Meat Rack Vision Quest, 2011.

Performed by Ryan Brewer while in residence at the Fire Island Artist Residency (Fire Island, NY). Documented by AA Bronson.

Ghosts in the Sex Forest:
Interview with Michael Miller of GalleristNY. Excerpts of this interview were published in the New York Observer.  Read the full article.

MM:  Can you talk a bit about your time this summer at the Fire Island Artist Residency?

RB: I’ll first talk about the land itself. This past summer was the first time I had been to the island. In some ways it was a culture shock, the queerness of the Pines community and the Cherry Grove community…the Meat Rack in particular, the sex forest in between the two. I was really drawn to that. There was a lot of ambivalence concerning that sort of unspoken terrain, everyone’s cruising ground. I developed a vision quest ritual that I undertook inside of the Meat Rack. There was a period of fasting, which I started a few days into the residency. Three days into the seven-day fast, I went out to the Meat Rack and stayed for two days in a ten-foot circle drawn in the sand. Part of the idea was to insert the queer body back into the space, but not use it for sexual gratification. It was abstaining. What was really interesting was the conversation I had with all of these guys that were cruising. Rather than just a sexually driven male-on-male interaction, it really became a pretty unique—it was a kind of deep social connection. One of the most interesting things was listening to these guys talk—It was mostly them talking. They were older and they had experienced Fire Island for years. They had seen the transformations that the queer community has undergone in the past twenty or thirty years. What was really interesting was to hear their take on the land—on the Meat Rack. A place—and I’m quoting them—that is “like Never-Never Land, but in other ways like a graveyard.” People came there to die. Another fascinating thing that came from this project was this queer mythology of the place—that if it isn’t haunted, there are spirits in some form there.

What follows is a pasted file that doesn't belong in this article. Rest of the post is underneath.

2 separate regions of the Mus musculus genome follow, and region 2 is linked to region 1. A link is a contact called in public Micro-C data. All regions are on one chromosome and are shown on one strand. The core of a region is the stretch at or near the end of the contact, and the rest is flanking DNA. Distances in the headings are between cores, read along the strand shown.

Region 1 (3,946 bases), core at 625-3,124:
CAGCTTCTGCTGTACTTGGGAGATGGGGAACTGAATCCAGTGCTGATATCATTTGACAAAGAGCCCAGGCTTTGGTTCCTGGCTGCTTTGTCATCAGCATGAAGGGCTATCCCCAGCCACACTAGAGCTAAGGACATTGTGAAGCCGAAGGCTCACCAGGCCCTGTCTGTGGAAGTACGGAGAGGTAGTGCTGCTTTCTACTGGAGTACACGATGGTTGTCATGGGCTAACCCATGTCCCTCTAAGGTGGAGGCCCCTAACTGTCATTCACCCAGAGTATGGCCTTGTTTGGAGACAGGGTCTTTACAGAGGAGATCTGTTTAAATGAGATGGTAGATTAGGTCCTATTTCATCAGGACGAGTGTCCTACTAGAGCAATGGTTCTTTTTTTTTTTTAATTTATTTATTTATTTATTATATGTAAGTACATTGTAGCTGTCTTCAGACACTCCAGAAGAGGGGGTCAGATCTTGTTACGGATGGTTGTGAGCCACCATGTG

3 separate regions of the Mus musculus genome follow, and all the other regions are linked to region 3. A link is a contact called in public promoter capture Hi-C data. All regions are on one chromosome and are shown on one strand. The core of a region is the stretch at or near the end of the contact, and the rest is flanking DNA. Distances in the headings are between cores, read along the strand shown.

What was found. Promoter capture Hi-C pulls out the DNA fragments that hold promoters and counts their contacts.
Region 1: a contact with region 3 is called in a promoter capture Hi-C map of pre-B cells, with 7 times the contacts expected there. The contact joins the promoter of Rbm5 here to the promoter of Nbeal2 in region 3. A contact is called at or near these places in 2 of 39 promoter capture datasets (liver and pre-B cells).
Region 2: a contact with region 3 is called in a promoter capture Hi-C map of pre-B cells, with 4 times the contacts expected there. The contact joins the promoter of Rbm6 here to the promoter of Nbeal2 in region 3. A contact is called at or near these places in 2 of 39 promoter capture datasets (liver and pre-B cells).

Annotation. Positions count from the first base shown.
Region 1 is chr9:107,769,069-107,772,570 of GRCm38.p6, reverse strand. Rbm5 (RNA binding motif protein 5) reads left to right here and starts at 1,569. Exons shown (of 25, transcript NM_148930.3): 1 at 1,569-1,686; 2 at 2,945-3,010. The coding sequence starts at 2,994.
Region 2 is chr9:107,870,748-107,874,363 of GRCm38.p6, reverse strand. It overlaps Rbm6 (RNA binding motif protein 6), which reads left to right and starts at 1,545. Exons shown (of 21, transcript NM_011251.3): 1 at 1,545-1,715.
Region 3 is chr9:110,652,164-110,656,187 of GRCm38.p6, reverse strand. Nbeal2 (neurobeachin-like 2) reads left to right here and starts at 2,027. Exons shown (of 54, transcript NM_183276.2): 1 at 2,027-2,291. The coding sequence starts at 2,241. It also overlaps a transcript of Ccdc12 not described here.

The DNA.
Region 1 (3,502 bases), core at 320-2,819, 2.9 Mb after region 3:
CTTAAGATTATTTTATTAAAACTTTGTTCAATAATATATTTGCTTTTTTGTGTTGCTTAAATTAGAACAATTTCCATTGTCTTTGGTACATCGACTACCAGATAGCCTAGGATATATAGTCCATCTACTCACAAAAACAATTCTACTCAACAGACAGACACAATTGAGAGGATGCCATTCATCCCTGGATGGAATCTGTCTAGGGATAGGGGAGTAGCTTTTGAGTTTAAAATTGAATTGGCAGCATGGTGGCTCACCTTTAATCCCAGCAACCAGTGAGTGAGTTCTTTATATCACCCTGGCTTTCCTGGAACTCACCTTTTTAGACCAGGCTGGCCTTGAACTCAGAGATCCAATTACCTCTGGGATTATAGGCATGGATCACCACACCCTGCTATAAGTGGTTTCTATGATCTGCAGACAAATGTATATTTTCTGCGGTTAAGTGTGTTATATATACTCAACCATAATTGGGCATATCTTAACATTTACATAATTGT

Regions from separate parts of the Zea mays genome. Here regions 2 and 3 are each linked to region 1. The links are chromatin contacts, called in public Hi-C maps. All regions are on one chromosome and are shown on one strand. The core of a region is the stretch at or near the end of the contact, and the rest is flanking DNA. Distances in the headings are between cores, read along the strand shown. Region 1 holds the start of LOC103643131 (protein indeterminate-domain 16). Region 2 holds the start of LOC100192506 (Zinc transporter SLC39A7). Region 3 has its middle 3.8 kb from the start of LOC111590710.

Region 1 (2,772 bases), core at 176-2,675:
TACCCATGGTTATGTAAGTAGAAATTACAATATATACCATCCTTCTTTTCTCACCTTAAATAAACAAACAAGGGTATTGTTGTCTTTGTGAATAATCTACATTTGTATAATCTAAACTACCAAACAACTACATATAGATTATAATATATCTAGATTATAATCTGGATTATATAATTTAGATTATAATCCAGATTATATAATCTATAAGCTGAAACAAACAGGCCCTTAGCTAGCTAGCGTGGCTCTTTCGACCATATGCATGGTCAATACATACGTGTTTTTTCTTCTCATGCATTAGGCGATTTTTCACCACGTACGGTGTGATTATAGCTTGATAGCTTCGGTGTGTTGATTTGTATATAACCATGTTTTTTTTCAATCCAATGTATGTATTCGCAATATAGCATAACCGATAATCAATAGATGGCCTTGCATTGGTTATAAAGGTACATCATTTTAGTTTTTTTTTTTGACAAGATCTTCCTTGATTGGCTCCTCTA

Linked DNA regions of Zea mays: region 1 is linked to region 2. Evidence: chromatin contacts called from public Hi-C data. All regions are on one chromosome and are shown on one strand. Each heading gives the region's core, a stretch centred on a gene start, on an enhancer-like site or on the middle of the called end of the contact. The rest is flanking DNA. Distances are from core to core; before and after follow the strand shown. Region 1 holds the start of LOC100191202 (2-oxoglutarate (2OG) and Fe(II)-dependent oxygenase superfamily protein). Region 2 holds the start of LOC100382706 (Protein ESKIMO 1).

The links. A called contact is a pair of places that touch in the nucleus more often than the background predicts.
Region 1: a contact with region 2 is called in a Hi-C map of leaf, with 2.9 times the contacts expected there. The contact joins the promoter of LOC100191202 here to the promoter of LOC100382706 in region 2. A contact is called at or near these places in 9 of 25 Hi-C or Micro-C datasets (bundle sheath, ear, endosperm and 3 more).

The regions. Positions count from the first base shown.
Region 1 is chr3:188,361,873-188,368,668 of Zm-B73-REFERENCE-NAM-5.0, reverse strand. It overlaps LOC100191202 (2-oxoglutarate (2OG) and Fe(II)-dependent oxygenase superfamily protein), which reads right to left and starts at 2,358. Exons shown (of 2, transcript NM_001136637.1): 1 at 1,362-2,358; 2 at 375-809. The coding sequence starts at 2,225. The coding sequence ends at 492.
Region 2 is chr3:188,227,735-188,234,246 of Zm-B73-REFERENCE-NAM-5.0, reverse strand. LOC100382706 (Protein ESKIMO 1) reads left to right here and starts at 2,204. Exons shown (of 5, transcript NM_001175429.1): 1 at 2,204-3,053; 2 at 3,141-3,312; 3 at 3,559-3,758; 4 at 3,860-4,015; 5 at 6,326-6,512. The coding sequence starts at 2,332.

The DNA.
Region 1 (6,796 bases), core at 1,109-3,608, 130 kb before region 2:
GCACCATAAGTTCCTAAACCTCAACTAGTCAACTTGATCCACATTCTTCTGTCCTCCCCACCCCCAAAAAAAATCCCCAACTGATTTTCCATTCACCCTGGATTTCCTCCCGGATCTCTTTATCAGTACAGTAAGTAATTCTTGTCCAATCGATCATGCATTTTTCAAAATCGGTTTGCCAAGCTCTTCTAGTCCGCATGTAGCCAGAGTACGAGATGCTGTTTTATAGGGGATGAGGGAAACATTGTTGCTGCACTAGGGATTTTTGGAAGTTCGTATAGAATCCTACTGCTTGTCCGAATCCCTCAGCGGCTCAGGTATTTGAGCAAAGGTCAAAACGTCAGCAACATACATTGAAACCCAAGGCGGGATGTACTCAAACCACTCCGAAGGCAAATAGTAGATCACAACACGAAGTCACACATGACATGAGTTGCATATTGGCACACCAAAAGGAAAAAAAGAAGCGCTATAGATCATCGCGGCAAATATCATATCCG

MM: Would you consider yourself a queer artist? What does “Queer Art” mean in 2011?

RB: Of course I’m a queer artist. I’m queer and I’m an artist. I don’t want to make strong delineations regarding what is “queer art” and what is other art. I’m queer. The fact that I am a part of that subculture plays into the other subculture that I then give back to—the other subculture that I’m involved in—the art community. For me, because I’m relatively young, I’m just kind of entering the art world. I haven’t known when there were these strict separations or when “queer” art was somehow different from “art” art. For me, it just seems inevitable, a natural progression of things. I can think these things and it doesn’t feel revolutionary, it just feels real.

MM: What are some of the stories you heard while in the Meat Rack?

RB: Depending on the age of the person you talk to out there, some of it is really heartbreaking. And everyone has a story about the Meat Rack who knows it. I heard some people talk about being on the island in the late 80’s and early 90’s and just seeing men wander in there with sores all over their bodies…how the disease had manifested from the inside out. It’s so horrific. One guy did come up to me and he was rather emphatic about the ghosts of the Meat Rack. He asked me if I had encountered any of them. He went on to say that one of his lovers was still in there. There’s that kind of thing…it’s an incredibly emotionally, spiritually, and also sexually charged place. It’s not just a free-for-all…promiscuous hedonism. There are some serious psychic ties to the land.

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